Successful social media marketing is about knowing where your customers are and establishing a presence there. It is clear that professionals from all demographics are spending a great deal of time with social media, and that Facebook is the main networking site where we spend (or rather, waste) our time. However, simply because many people are on Facebook does not mean it’s the best use of time and effort for businesses. As a matter of fact, if you asked most people what they use their social networking channels for, they would say Facebook for personal and private use, and LinkedIn for professional use. So, while most people – including decision makers with whom you want to connect, use Facebook to connect with friends and family, LinkedIn is viewed by professionals as a trusted place to network. Therefore, not only is the perceived purpose of each site different, so is the demographic; many more experienced professionals are not represented, or are simply not active, on Facebook. And while LinkedIn may have fewer users, the professional mindset and ability to network with other people who are on the site for the same reason make it a much more valuable tool for B2B companies.
Admittedly, there are many similarities between the two sites. For example, both offer platforms so that people can become part of a business community. For Facebook, these are called Fan Pages. For LinkedIn, they are called Companies Pages. Facebook Fan Pages allow people to interact via wall postings and optional applications, while LinkedIn Companies Pages allow professionals to recommend company products and services as well as add comments to their recommendations. LinkedIn followers can see who in their network made what company recommendation just as Facebook users can see which of their friends like certain pages.
With that being said, let’s take closer look at how LinkedIn provides better B2B business opportunities than Facebook:
More targeted professional community-building: LinkedIn’s feature to follow a company allows you to “like” it simply by following it. When compared to a Facebook “like,” those following your LI page are much more relevant to the business aspect of your company simply due to their professional demographic. Above and beyond that, you can ask professionals to “recommend” products and services on your Companies Page, which has more inherent value to a company than a mere “like.”
Better page management tools: Many Facebook Fan Page administrators have problems managing their pages efficiently because settings don’t allow for specific content control. LinkedIn, however, has several moderation tools built into the groups that allow for granular detail regarding who can post what. For instance, the process for Group admins to easily search through members, add them as managers, delete them, etc. is simple. Facebook does not offer such extensive features. In that respect, LI Groups are at the cutting edge of community management on any major social media site.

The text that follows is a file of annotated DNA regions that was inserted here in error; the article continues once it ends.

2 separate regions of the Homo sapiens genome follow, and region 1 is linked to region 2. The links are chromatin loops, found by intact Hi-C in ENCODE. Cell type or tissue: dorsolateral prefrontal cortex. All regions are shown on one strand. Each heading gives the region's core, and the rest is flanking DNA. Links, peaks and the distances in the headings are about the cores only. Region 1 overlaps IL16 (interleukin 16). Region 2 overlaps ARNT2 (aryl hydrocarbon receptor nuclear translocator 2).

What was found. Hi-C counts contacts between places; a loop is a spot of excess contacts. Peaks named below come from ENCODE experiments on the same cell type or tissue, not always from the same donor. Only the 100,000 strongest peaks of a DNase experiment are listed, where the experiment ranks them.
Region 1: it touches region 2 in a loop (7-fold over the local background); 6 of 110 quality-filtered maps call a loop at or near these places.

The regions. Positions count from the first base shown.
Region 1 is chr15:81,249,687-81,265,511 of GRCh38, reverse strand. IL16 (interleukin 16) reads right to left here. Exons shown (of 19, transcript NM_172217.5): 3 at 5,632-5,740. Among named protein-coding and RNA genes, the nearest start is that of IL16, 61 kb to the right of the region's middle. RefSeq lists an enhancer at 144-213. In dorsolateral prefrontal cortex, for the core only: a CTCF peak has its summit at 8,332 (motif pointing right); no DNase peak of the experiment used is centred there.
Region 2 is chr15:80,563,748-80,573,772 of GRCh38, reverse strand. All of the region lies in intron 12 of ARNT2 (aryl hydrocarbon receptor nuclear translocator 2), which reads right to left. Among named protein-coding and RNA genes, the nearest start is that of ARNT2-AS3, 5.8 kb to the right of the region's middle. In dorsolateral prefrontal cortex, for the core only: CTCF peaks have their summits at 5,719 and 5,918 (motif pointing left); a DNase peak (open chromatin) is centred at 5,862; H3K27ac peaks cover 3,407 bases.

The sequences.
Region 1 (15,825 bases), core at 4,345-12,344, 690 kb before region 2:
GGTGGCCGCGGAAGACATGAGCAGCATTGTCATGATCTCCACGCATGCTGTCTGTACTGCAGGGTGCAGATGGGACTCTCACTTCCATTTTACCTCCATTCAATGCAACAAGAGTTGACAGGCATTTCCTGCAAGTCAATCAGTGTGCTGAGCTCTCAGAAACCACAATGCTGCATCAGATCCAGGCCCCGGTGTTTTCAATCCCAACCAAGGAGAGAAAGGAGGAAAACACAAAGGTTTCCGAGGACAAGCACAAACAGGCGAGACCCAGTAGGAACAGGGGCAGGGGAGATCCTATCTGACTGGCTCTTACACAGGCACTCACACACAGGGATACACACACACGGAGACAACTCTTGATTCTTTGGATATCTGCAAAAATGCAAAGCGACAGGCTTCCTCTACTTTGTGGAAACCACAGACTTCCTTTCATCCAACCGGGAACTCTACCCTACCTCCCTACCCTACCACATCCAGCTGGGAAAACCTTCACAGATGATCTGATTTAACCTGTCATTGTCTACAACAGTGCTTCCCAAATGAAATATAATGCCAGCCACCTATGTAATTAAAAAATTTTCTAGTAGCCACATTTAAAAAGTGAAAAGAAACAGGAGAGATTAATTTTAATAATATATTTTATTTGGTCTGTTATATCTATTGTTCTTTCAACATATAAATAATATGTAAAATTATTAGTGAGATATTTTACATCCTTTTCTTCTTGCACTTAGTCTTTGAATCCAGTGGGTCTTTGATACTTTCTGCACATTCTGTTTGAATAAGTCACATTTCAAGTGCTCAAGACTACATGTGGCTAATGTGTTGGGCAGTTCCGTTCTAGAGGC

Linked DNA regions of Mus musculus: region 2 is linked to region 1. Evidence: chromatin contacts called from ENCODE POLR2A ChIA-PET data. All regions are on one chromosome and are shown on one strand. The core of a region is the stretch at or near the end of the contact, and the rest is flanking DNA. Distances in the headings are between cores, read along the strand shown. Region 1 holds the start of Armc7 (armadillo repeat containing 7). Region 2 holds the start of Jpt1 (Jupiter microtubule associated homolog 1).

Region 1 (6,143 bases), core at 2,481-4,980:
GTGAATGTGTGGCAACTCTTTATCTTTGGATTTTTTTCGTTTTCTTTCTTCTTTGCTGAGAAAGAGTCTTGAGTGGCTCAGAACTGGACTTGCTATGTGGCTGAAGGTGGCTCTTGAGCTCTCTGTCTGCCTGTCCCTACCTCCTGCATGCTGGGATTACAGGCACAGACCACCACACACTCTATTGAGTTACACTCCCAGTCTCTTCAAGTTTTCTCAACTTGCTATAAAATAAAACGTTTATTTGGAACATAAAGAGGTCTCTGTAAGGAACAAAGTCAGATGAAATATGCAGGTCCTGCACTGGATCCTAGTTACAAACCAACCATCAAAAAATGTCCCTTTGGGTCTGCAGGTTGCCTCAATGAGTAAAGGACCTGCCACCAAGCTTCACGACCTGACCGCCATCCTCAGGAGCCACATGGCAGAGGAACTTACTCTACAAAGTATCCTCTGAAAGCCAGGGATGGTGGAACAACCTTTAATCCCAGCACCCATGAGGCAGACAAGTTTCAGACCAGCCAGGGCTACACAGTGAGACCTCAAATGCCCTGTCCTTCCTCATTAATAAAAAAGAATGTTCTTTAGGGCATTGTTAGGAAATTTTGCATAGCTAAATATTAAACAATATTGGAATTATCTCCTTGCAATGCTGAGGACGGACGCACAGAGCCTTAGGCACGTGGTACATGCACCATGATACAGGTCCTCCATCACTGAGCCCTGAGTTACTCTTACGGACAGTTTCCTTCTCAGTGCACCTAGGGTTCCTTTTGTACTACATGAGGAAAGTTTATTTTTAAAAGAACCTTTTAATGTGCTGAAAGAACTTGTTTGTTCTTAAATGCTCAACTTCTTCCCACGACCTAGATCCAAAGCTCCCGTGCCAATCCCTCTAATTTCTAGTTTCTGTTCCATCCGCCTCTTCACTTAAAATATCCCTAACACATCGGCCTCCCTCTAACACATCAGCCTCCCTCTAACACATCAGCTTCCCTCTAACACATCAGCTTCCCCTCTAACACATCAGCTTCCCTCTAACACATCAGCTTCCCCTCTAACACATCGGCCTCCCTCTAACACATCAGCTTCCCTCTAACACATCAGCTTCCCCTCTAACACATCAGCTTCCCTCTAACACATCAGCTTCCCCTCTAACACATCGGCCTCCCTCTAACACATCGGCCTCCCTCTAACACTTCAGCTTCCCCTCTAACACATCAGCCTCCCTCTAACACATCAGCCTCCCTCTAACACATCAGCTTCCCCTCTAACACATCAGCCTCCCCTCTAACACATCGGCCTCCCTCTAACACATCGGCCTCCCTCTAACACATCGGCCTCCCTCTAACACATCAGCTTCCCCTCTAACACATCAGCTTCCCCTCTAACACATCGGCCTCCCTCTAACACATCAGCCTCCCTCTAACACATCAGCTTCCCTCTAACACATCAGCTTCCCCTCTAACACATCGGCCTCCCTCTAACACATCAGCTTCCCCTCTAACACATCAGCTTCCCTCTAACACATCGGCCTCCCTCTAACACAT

Public access allows for greater engagement with interested people and increased visibility: Up until recently, Facebook Fan Pages had been the open arena in which people could engage. Previously, the problem with LI Groups was that they were private worlds; unless you were a member of the group, you couldn’t see inside it. However, LI began to allow existing groups to become public, and new public-only groups to be created. And, now that Fan Pages and public Groups offer virtually the same benefits regarding SEO and visibility, there is little reason for companies not to be active on LinkedIn.
Group members are allowed more room for in-depth conversation: The engagement on Groups is significant because there is a lot of room for discussion; users are not confined to the small and limited status update boxes such as those used on Facebook. Furthermore, Groups offer daily and weekly digests so that followers can stay on top of discussions through email, a feature that is lacking with Pages.
I hope this has helped you understand the sales and marketing potential of the LinkedIn platform and demographic. In 2011, we are already seeing signs that many marketers, especially those in B2B industries, are starting to realize this. A recent report indicated that B2B marketers use LinkedIn more than Facebook for marketing. So with that, there is no question that for an increasing number of companies, LinkedIn is the preferred social media channel for business.
Has LinkedIn become the preferred social media channel for your company?
The above is a summary of selected content from my critically acclaimed new LinkedIn for business book “Maximizing LinkedIn for Sales and Social Media Marketing,” available at Amazon, Kindle, or iTunes.
Looking for more LinkedIn advice? Check these posts out!
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